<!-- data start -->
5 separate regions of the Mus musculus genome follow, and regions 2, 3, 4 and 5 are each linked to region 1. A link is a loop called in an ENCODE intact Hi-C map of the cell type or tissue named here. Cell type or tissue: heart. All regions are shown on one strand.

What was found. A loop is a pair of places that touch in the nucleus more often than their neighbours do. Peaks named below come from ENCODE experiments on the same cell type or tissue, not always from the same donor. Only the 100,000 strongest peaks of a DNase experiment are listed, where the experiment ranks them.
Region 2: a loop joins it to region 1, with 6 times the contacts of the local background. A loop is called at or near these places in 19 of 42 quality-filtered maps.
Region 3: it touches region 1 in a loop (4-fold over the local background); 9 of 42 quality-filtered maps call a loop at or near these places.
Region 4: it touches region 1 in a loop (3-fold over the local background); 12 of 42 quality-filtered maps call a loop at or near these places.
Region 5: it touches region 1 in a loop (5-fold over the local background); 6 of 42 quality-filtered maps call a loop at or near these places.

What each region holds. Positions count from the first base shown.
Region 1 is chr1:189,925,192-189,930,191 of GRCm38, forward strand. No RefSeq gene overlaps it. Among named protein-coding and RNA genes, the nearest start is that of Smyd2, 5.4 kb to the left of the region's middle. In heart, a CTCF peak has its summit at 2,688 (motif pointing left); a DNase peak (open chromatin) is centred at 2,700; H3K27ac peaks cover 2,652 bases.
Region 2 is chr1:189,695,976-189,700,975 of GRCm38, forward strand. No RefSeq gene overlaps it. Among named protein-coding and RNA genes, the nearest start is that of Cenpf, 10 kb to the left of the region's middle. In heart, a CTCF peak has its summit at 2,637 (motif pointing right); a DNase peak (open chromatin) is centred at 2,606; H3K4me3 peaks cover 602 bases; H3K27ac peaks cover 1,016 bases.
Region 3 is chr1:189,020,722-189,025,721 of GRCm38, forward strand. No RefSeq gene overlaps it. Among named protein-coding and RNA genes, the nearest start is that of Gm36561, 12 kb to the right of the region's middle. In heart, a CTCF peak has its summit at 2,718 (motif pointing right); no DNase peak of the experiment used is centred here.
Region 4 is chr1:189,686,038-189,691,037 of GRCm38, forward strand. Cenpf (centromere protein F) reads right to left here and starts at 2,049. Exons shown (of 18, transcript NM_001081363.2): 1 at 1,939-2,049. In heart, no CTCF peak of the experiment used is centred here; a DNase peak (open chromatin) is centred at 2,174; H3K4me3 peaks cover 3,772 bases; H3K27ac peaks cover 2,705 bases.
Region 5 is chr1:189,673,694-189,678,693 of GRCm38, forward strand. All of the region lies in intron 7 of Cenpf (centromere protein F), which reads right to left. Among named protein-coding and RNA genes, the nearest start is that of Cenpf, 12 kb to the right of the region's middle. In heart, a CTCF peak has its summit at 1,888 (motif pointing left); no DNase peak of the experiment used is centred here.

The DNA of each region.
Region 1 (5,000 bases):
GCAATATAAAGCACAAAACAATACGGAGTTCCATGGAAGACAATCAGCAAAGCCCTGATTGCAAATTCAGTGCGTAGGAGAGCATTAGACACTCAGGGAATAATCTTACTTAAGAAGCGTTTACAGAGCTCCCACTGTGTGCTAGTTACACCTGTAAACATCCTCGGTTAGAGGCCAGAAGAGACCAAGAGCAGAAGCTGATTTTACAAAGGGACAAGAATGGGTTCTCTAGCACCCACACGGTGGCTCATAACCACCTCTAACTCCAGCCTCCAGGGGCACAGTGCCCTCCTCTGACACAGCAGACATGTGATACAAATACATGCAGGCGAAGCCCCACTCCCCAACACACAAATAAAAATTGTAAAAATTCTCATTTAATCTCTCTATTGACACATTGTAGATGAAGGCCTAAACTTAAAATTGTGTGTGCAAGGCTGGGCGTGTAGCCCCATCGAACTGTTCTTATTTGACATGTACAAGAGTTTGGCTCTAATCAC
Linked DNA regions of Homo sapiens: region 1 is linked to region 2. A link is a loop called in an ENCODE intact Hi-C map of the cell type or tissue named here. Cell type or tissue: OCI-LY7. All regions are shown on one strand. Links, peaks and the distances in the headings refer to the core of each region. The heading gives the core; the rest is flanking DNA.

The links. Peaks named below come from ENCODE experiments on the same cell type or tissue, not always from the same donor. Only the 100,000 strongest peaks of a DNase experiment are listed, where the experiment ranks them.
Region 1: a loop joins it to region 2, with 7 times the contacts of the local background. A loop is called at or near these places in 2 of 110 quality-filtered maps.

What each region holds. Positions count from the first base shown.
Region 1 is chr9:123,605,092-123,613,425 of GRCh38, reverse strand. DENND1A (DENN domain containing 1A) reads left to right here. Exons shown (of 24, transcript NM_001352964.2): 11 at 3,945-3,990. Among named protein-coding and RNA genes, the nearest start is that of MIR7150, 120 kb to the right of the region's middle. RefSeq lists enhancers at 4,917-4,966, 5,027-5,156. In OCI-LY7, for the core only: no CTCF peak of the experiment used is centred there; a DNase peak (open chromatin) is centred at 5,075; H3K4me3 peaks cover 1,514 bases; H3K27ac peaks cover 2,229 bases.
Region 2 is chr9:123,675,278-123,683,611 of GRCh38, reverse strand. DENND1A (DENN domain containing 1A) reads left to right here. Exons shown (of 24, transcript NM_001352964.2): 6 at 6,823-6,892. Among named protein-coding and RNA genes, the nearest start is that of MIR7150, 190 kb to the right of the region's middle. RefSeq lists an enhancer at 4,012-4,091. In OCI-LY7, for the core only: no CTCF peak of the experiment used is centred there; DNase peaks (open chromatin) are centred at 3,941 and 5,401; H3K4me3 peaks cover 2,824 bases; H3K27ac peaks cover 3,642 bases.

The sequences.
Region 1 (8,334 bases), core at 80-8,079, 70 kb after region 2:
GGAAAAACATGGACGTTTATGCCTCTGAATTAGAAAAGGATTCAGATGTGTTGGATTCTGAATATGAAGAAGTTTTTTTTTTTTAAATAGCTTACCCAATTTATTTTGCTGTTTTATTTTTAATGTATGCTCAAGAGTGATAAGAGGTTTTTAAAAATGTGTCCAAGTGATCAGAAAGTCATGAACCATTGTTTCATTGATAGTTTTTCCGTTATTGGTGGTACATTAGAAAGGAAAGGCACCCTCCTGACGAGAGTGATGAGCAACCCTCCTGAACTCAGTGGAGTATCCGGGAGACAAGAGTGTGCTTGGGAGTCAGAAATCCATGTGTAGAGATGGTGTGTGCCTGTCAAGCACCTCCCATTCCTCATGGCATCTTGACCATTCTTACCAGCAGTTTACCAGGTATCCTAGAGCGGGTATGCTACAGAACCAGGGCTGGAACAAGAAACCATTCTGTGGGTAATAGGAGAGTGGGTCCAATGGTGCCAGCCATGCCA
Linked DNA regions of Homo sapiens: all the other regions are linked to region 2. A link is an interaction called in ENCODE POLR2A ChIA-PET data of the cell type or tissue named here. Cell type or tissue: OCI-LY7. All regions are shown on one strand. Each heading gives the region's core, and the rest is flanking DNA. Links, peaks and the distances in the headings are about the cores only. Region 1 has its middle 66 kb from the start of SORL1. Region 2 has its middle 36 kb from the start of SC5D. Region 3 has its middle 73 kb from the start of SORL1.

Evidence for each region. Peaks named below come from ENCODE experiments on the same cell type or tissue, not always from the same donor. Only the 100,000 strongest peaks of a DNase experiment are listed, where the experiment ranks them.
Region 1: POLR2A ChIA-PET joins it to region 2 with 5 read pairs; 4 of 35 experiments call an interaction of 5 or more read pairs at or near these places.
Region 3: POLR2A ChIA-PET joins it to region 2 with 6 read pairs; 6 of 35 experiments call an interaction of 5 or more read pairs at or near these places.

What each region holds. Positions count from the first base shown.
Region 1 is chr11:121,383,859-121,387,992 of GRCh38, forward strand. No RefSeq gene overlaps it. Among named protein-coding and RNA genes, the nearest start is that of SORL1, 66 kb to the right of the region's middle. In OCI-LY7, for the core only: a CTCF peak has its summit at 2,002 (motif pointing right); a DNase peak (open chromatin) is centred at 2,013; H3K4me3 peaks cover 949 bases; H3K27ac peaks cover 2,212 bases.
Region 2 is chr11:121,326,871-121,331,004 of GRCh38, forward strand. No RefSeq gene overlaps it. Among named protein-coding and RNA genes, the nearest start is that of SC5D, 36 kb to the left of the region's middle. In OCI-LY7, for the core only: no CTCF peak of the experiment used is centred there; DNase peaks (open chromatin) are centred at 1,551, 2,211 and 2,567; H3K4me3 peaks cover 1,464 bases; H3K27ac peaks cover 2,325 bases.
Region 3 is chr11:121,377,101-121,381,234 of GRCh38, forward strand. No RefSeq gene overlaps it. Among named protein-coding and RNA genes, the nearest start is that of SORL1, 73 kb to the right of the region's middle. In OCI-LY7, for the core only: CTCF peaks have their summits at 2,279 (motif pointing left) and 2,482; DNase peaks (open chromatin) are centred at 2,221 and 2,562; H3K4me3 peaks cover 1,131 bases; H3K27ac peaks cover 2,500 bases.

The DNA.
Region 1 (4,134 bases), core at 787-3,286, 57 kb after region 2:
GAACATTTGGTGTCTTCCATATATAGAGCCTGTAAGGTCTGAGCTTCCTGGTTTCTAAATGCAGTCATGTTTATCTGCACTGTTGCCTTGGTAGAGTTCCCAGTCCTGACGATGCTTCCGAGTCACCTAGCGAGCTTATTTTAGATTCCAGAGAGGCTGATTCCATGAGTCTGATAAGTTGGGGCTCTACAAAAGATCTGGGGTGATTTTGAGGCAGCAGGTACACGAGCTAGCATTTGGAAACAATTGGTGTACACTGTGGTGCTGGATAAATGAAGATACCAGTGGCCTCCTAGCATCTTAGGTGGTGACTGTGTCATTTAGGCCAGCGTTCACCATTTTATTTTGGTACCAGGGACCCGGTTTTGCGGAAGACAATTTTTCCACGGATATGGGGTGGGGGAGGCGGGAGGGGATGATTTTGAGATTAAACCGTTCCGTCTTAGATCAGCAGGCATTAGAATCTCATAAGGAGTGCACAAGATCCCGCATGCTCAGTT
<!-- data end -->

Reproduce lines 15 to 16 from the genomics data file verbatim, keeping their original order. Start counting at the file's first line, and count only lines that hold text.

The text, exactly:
GCAATATAAAGCACAAAACAATACGGAGTTCCATGGAAGACAATCAGCAAAGCCCTGATTGCAAATTCAGTGCGTAGGAGAGCATTAGACACTCAGGGAATAATCTTACTTAAGAAGCGTTTACAGAGCTCCCACTGTGTGCTAGTTACACCTGTAAACATCCTCGGTTAGAGGCCAGAAGAGACCAAGAGCAGAAGCTGATTTTACAAAGGGACAAGAATGGGTTCTCTAGCACCCACACGGTGGCTCATAACCACCTCTAACTCCAGCCTCCAGGGGCACAGTGCCCTCCTCTGACACAGCAGACATGTGATACAAATACATGCAGGCGAAGCCCCACTCCCCAACACACAAATAAAAATTGTAAAAATTCTCATTTAATCTCTCTATTGACACATTGTAGATGAAGGCCTAAACTTAAAATTGTGTGTGCAAGGCTGGGCGTGTAGCCCCATCGAACTGTTCTTATTTGACATGTACAAGAGTTTGGCTCTAATCAC
Linked DNA regions of Homo sapiens: region 1 is linked to region 2. A link is a loop called in an ENCODE intact Hi-C map of the cell type or tissue named here. Cell type or tissue: OCI-LY7. All regions are shown on one strand. Links, peaks and the distances in the headings refer to the core of each region. The heading gives the core; the rest is flanking DNA.